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California Genealogy and History Archives

Sacramento County



By far one of the most important and extensive industries in Northern California today is fruit culture, and, in this field, replete with financial opportunities, ought to be found men of broad training and keen business judgment. In truth, to such gigantic proportions has grown the enterprise, launched scarcely forty years ago in a country rich with possibilities for its success, that were the exact number of workers in that connection to become known, astonishment would reign supreme in the minds of those who know little of the extent of this carefully organized, perfectly controlled source of production.

In his vital association with the fruit industry during the past twelve years, the manager of the California Fruit Exchange of Sacramento, John L. Nagle, has attained thorough familiarity with every phase of his work and in his direct conservative methods and ability to master every problem that arises, is recognized as a man perfectly adapted for his position.

Mr. Nagle was born September 5, 1877, in Boston, Mass., where he received a preliminary education in the public schools. At the age of sixteen he entered Mount St. Mary's College at Emmitsburg, Md., at which place he remained for three years, and in 1896 entered Georgetown University at Washington, D. C, from which institution he graduated in 1899, and later entered the employ of Haskell-Adams & Co., importers, of Boston, Mass. After serving these ]ieople two years as salesman he was selected to handle the account of Nelson-Morris & Co., beef packers, of Chicago, in San Francisco. His associations with the latter firm took him into the fruit districts of Northern California. Becoming impressed with the opportunities offered in the growing of fruit he determined to engage in the business, and for this purpose he located in Newcastle, Placer county, in 1901. Two years later he was joined by his brother from Boston, and together they purchased large tracts of land and planted the same to deciduous fruits.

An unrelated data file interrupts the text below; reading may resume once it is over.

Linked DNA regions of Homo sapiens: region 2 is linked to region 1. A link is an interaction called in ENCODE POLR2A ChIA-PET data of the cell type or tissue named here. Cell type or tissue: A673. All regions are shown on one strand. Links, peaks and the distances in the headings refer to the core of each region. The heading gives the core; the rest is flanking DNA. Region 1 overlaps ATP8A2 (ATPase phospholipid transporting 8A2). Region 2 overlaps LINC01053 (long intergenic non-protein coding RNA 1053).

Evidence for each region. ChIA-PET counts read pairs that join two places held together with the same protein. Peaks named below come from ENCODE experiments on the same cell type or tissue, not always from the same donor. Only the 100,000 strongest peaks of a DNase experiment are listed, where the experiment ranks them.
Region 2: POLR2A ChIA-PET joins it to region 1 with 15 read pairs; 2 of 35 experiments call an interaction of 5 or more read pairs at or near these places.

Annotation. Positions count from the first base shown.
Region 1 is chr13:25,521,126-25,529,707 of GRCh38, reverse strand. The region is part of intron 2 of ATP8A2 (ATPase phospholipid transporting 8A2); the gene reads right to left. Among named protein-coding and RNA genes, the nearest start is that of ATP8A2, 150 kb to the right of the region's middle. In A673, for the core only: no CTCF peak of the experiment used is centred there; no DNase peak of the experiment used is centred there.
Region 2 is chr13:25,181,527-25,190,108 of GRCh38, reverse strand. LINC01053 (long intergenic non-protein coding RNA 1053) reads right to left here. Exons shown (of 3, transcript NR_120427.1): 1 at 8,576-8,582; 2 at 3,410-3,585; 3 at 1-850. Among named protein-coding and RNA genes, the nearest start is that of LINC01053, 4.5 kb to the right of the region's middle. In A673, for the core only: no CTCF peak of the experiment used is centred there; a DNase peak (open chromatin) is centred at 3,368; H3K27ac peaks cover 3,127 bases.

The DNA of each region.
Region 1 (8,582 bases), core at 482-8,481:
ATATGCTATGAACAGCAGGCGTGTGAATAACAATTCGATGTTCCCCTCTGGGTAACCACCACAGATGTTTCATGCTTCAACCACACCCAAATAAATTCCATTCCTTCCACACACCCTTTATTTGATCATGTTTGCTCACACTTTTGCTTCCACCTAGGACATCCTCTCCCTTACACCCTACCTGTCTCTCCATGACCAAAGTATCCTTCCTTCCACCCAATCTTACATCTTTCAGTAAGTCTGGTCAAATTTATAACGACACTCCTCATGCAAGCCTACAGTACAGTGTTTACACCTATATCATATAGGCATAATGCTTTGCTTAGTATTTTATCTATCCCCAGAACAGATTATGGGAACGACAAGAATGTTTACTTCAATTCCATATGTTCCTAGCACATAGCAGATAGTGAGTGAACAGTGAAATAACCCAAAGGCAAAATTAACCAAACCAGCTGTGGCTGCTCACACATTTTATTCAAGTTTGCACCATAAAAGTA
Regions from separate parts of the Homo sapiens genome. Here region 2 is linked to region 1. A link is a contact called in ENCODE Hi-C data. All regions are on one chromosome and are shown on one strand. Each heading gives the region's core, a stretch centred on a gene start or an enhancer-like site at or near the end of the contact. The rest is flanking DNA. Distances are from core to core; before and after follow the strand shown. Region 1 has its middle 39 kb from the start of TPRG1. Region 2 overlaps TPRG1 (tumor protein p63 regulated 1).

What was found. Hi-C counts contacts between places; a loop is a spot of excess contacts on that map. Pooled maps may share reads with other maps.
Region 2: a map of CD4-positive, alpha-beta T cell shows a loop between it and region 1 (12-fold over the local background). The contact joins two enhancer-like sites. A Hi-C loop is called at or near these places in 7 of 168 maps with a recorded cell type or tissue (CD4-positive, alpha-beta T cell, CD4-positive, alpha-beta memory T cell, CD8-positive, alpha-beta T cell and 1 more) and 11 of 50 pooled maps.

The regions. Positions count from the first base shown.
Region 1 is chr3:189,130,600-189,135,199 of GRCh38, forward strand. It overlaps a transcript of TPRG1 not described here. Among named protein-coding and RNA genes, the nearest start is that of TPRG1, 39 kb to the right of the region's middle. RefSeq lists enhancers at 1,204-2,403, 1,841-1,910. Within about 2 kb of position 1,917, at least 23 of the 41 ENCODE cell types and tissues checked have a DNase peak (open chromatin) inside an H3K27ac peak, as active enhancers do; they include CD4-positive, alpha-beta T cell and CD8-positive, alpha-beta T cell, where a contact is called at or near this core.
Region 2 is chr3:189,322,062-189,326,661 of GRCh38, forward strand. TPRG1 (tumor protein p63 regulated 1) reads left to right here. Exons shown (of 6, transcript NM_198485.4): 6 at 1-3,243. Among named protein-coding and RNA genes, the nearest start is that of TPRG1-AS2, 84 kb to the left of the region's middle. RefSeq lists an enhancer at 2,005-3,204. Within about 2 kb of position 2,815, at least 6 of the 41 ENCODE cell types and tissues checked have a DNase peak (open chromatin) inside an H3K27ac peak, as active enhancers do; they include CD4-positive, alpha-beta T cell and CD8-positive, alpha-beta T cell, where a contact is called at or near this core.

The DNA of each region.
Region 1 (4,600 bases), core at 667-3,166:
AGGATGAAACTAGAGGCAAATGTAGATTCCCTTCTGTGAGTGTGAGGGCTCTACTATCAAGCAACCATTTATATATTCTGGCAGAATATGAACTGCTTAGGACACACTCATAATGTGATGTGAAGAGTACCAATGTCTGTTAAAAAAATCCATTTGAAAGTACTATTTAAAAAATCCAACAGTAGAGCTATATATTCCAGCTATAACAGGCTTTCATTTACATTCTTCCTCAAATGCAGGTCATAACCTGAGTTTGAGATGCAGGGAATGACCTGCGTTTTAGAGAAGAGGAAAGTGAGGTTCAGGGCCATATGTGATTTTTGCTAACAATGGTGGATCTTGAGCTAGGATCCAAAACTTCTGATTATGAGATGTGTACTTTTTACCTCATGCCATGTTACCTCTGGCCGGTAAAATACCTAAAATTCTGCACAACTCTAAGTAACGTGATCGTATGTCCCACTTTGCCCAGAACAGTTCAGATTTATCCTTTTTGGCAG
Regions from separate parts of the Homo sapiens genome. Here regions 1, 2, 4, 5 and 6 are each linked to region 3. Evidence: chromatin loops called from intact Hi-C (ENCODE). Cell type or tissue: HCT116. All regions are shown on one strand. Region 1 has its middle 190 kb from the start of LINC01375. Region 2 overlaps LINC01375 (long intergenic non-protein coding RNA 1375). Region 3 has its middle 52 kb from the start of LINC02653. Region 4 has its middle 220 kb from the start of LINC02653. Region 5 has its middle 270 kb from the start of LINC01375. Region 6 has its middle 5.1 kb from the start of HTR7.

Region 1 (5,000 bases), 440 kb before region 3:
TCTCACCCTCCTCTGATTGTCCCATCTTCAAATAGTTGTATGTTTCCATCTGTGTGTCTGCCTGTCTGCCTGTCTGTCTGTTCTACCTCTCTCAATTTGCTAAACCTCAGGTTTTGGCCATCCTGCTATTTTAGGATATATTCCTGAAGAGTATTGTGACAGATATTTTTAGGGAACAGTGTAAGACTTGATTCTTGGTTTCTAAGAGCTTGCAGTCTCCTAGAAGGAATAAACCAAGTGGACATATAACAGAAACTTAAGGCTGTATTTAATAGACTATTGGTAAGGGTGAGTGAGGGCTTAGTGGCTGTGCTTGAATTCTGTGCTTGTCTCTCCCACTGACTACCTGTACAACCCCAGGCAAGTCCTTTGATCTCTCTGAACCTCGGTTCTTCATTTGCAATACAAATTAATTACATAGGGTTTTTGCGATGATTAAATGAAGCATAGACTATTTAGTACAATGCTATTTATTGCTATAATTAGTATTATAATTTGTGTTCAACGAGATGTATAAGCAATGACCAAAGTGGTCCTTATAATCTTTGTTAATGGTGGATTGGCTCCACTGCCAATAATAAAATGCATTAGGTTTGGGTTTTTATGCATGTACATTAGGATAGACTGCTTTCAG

In 1904 Mr. Nagle was appointed manager of the Newcastle Fruit Growers' Association, a branch of the California Fruit Exchange, which position he held until 1910, when he was made manager of the California Fruit Exchange, the largest independent deciduous fruit marketing organization on the Pacific coast.

The California Fruit Exchange has grown in the past twelve years from a shipment of two hundred cars to two thousand cars, and now embraces associations from the Imperial Valley to Shasta county, handling the products of over one thousand fruit growers and distributing the same through all the principal markets of the United States and Canada. On account of its affiliation with the California Fruit Growers' Exchange of Los Angeles, the largest citrus organization in the world, it is enabled to employ a force of salaried agents, numbering over one hundred, located in all of the large markets of this country.

Mr. Nagle has increased his holdings in Placer county, and is now one of the largest fruit growers in the northern part of the state. On account of his close relationship with the Exchange, most of his time is taken up in Sacramento, though he looks after his personal properties once a week.

For years Mr. Nagle took an active part in athletic sports and for two years held the one-mile record for the southern states. He was also enthusiastic in foot-ball and baseball, but, owing to pressure of business, has found it impossible to devote any time to that field of pleasure. Widely known as a man of exemplary principles and progressive spirit, he enjoys the high regard of his friends and associates and in all public movements of worth may be counted upon to lend material assistance. 

History of Sacramento County, California
Biographical Sketches of The Leading Men and Women of the County Who Have Been Identified With Its Growth and Development from the Early Days to the Present
History By: William L. Willis
Historic Record Company, Los Angeles, California (1913)

Transcribed by Peggy Hooper 2011